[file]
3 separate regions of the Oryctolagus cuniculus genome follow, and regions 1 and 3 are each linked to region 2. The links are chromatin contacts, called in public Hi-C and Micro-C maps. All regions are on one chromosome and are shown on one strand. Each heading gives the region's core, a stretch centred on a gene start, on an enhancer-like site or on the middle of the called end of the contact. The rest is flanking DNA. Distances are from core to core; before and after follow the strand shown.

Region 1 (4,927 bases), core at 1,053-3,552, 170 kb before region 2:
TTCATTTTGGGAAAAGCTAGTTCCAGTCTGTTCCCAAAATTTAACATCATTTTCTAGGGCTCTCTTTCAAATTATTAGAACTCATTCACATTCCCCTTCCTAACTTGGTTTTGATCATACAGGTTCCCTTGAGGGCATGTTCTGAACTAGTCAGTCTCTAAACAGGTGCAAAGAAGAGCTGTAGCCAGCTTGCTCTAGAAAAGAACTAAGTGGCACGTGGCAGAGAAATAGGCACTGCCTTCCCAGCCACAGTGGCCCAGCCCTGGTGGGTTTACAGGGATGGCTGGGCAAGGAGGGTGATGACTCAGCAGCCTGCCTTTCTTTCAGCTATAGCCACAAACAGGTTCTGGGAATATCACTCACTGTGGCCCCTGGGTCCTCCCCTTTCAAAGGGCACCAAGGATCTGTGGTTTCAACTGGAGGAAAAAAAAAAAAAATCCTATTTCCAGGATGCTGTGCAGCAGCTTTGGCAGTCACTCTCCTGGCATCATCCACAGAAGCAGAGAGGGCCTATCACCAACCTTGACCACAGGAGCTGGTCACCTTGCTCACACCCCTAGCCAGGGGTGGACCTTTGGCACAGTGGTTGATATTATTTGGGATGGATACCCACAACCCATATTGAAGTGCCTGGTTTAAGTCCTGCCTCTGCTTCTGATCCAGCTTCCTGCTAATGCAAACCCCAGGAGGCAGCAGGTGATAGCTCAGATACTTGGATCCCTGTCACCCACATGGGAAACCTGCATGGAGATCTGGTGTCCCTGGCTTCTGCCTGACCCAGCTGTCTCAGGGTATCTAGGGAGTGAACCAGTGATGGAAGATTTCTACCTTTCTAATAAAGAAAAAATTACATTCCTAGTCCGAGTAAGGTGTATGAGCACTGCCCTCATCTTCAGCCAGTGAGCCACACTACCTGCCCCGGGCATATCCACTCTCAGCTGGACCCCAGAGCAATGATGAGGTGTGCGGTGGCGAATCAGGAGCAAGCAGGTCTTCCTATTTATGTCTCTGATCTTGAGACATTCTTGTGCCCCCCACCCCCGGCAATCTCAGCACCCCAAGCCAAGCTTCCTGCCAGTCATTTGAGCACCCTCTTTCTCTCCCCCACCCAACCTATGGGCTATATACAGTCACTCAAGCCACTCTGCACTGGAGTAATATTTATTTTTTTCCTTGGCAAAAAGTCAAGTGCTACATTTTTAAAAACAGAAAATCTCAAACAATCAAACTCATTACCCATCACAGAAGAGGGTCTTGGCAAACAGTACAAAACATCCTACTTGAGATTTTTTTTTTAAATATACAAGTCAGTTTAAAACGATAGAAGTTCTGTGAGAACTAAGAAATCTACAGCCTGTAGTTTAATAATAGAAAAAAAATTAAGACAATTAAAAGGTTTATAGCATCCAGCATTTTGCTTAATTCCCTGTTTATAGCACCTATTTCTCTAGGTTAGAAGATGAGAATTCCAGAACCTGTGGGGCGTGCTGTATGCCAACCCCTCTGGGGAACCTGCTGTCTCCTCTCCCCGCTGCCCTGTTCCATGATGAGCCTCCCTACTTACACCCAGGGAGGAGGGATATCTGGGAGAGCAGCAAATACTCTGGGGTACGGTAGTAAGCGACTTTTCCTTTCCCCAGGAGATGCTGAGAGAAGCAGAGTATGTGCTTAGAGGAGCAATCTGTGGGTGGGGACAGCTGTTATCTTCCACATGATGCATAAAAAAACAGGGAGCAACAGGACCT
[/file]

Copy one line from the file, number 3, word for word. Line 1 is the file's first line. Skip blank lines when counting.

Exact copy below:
TTCATTTTGGGAAAAGCTAGTTCCAGTCTGTTCCCAAAATTTAACATCATTTTCTAGGGCTCTCTTTCAAATTATTAGAACTCATTCACATTCCCCTTCCTAACTTGGTTTTGATCATACAGGTTCCCTTGAGGGCATGTTCTGAACTAGTCAGTCTCTAAACAGGTGCAAAGAAGAGCTGTAGCCAGCTTGCTCTAGAAAAGAACTAAGTGGCACGTGGCAGAGAAATAGGCACTGCCTTCCCAGCCACAGTGGCCCAGCCCTGGTGGGTTTACAGGGATGGCTGGGCAAGGAGGGTGATGACTCAGCAGCCTGCCTTTCTTTCAGCTATAGCCACAAACAGGTTCTGGGAATATCACTCACTGTGGCCCCTGGGTCCTCCCCTTTCAAAGGGCACCAAGGATCTGTGGTTTCAACTGGAGGAAAAAAAAAAAAAATCCTATTTCCAGGATGCTGTGCAGCAGCTTTGGCAGTCACTCTCCTGGCATCATCCACAGAAGCAGAGAGGGCCTATCACCAACCTTGACCACAGGAGCTGGTCACCTTGCTCACACCCCTAGCCAGGGGTGGACCTTTGGCACAGTGGTTGATATTATTTGGGATGGATACCCACAACCCATATTGAAGTGCCTGGTTTAAGTCCTGCCTCTGCTTCTGATCCAGCTTCCTGCTAATGCAAACCCCAGGAGGCAGCAGGTGATAGCTCAGATACTTGGATCCCTGTCACCCACATGGGAAACCTGCATGGAGATCTGGTGTCCCTGGCTTCTGCCTGACCCAGCTGTCTCAGGGTATCTAGGGAGTGAACCAGTGATGGAAGATTTCTACCTTTCTAATAAAGAAAAAATTACATTCCTAGTCCGAGTAAGGTGTATGAGCACTGCCCTCATCTTCAGCCAGTGAGCCACACTACCTGCCCCGGGCATATCCACTCTCAGCTGGACCCCAGAGCAATGATGAGGTGTGCGGTGGCGAATCAGGAGCAAGCAGGTCTTCCTATTTATGTCTCTGATCTTGAGACATTCTTGTGCCCCCCACCCCCGGCAATCTCAGCACCCCAAGCCAAGCTTCCTGCCAGTCATTTGAGCACCCTCTTTCTCTCCCCCACCCAACCTATGGGCTATATACAGTCACTCAAGCCACTCTGCACTGGAGTAATATTTATTTTTTTCCTTGGCAAAAAGTCAAGTGCTACATTTTTAAAAACAGAAAATCTCAAACAATCAAACTCATTACCCATCACAGAAGAGGGTCTTGGCAAACAGTACAAAACATCCTACTTGAGATTTTTTTTTTAAATATACAAGTCAGTTTAAAACGATAGAAGTTCTGTGAGAACTAAGAAATCTACAGCCTGTAGTTTAATAATAGAAAAAAAATTAAGACAATTAAAAGGTTTATAGCATCCAGCATTTTGCTTAATTCCCTGTTTATAGCACCTATTTCTCTAGGTTAGAAGATGAGAATTCCAGAACCTGTGGGGCGTGCTGTATGCCAACCCCTCTGGGGAACCTGCTGTCTCCTCTCCCCGCTGCCCTGTTCCATGATGAGCCTCCCTACTTACACCCAGGGAGGAGGGATATCTGGGAGAGCAGCAAATACTCTGGGGTACGGTAGTAAGCGACTTTTCCTTTCCCCAGGAGATGCTGAGAGAAGCAGAGTATGTGCTTAGAGGAGCAATCTGTGGGTGGGGACAGCTGTTATCTTCCACATGATGCATAAAAAAACAGGGAGCAACAGGACCT